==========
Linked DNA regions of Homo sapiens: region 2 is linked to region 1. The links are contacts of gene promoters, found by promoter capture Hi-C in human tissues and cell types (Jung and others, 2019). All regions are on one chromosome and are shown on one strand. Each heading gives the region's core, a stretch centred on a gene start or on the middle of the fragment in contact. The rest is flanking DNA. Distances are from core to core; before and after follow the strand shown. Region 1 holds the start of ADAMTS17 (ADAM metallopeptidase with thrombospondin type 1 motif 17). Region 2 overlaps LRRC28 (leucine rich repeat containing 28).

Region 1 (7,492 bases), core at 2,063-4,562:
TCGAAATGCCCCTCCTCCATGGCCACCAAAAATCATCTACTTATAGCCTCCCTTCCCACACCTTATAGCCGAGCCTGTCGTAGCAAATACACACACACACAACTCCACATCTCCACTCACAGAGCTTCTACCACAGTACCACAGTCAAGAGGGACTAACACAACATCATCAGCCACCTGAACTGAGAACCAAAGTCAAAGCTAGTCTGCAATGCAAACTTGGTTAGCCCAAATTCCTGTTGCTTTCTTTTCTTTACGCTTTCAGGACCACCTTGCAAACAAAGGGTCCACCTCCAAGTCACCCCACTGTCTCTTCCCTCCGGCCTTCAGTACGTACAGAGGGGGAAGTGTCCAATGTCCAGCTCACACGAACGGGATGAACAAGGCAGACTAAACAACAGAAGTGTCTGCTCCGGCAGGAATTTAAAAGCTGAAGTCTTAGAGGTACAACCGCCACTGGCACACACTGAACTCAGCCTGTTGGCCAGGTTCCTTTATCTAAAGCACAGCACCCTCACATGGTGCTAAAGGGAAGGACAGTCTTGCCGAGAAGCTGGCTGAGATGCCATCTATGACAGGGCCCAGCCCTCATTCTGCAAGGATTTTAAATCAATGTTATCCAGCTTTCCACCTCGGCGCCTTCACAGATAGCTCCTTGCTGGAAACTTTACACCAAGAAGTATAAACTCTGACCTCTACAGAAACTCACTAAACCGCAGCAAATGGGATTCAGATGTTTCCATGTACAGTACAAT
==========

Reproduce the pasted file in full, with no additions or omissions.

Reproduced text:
Linked DNA regions of Homo sapiens: region 2 is linked to region 1. The links are contacts of gene promoters, found by promoter capture Hi-C in human tissues and cell types (Jung and others, 2019). All regions are on one chromosome and are shown on one strand. Each heading gives the region's core, a stretch centred on a gene start or on the middle of the fragment in contact. The rest is flanking DNA. Distances are from core to core; before and after follow the strand shown. Region 1 holds the start of ADAMTS17 (ADAM metallopeptidase with thrombospondin type 1 motif 17). Region 2 overlaps LRRC28 (leucine rich repeat containing 28).

Region 1 (7,492 bases), core at 2,063-4,562:
TCGAAATGCCCCTCCTCCATGGCCACCAAAAATCATCTACTTATAGCCTCCCTTCCCACACCTTATAGCCGAGCCTGTCGTAGCAAATACACACACACACAACTCCACATCTCCACTCACAGAGCTTCTACCACAGTACCACAGTCAAGAGGGACTAACACAACATCATCAGCCACCTGAACTGAGAACCAAAGTCAAAGCTAGTCTGCAATGCAAACTTGGTTAGCCCAAATTCCTGTTGCTTTCTTTTCTTTACGCTTTCAGGACCACCTTGCAAACAAAGGGTCCACCTCCAAGTCACCCCACTGTCTCTTCCCTCCGGCCTTCAGTACGTACAGAGGGGGAAGTGTCCAATGTCCAGCTCACACGAACGGGATGAACAAGGCAGACTAAACAACAGAAGTGTCTGCTCCGGCAGGAATTTAAAAGCTGAAGTCTTAGAGGTACAACCGCCACTGGCACACACTGAACTCAGCCTGTTGGCCAGGTTCCTTTATCTAAAGCACAGCACCCTCACATGGTGCTAAAGGGAAGGACAGTCTTGCCGAGAAGCTGGCTGAGATGCCATCTATGACAGGGCCCAGCCCTCATTCTGCAAGGATTTTAAATCAATGTTATCCAGCTTTCCACCTCGGCGCCTTCACAGATAGCTCCTTGCTGGAAACTTTACACCAAGAAGTATAAACTCTGACCTCTACAGAAACTCACTAAACCGCAGCAAATGGGATTCAGATGTTTCCATGTACAGTACAAT